Natural durations are disrupted, ruptured. And we feel that disruption physically. Our natural states of motion are disrupted. Continuity of action gives way to discrete acts. Acts that are ready for review and abstracted from experience.


The following short video will give you a bit of a background on the history of timing devices. As you watch, ask yourself how mechanization breaks up time into discrete bits.


A Briefer History of Time: How technology changes us in unexpected ways


Now that you have a bit of an understanding of the mechanical devices, let’s have a look at time more deeply by watching the following documentary from the series How We Go To Now. You will notice some questions below.

An understanding of our representation of time will give you insights into our schooling practices. Even though Steven Johnson won’t state specifically those connections to school, they will soon become very obvious to you. It will help you understand schooling practices in very sophisticated ways.

Please note: You will be accessing WOU’s Films On Demand when clicking the link or image below. You will have to sign in using your WOU login and password.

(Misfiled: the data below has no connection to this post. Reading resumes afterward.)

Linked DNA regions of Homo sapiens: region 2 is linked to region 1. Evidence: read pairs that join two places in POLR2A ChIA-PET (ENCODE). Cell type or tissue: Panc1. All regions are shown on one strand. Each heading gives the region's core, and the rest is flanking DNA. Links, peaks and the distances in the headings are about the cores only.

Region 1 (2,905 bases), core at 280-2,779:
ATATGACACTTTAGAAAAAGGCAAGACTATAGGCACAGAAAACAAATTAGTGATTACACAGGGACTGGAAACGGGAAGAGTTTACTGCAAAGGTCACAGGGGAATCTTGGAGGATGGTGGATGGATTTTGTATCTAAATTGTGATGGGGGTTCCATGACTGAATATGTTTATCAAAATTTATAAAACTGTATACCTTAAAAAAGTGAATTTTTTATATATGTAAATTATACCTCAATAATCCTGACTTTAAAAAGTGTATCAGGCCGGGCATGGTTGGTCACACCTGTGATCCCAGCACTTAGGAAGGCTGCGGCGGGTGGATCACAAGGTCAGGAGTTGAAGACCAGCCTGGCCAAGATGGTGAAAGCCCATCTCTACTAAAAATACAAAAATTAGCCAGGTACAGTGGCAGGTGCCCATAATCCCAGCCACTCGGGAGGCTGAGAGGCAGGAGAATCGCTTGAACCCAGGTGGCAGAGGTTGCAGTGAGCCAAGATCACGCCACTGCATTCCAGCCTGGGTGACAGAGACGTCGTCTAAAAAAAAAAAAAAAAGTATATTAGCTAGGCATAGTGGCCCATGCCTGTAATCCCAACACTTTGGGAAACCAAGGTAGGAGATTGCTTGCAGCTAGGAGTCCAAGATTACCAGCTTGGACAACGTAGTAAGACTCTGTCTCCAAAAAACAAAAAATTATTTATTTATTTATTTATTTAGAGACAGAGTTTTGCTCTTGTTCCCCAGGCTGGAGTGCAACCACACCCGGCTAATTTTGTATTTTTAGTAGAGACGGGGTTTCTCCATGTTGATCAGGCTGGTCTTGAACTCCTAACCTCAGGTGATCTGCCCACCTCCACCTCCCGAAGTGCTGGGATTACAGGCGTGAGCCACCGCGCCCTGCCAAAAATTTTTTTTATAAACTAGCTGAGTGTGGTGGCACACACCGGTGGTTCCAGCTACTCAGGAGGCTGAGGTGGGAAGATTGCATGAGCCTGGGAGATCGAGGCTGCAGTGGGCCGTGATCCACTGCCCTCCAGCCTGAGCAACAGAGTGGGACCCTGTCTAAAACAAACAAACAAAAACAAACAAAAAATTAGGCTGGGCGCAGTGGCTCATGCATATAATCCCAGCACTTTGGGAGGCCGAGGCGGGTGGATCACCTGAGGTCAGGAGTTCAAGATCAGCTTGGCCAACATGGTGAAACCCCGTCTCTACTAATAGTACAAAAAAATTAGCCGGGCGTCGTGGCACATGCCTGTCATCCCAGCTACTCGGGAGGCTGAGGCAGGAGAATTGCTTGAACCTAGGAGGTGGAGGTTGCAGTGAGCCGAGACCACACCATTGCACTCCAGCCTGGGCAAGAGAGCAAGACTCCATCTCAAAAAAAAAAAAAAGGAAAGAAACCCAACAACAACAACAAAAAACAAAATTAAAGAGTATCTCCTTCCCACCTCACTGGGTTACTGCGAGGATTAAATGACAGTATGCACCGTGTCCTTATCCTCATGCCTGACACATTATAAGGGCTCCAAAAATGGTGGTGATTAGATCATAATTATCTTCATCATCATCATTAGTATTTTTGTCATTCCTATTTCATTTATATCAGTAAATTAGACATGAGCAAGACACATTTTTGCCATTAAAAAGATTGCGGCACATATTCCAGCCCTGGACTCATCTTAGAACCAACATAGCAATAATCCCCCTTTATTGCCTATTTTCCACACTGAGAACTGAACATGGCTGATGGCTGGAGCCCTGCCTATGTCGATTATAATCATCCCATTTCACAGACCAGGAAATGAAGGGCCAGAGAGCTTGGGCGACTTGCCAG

Time: How We Got to Now with Steven Johnson Full Video



2. (Starting at 7:30 minutes in the documentary) :  What do Galileo and the alter lamp (pendulum) have to do with how we now experience time?

3. (12:00): What did Maritime Navigation have to do with the way we structure our experience of time?

4. (17:00): What did clocks mean for health care?

5. (18:00) How did the clock contribute to the industrial revolution?

6. At (28:15) Steven Johnson says:

Thanks to a crazy idea, a transformation in how we experience time now takes place. With more and more people carrying watches, we start to synchronize our actions. Before wide access to time-keepers, battles were started by the unreliable “boom” of a cannon. The Civil War battle of Vicksburg in 1863 is the first ever initiated by the synchronization of watches. This forever changes the way we fight.

Watch ownerships spurs an obsession with punctuality. It becomes a social virtue to keep good time, and people buy watches for their children to enhance their chances in life. Cookbooks evolve from never using time references to now offering recipes which timed instructions. Team sports start to form national leagues, which run on much stricter schedules, allowing masses of people to attend at a fixed hour.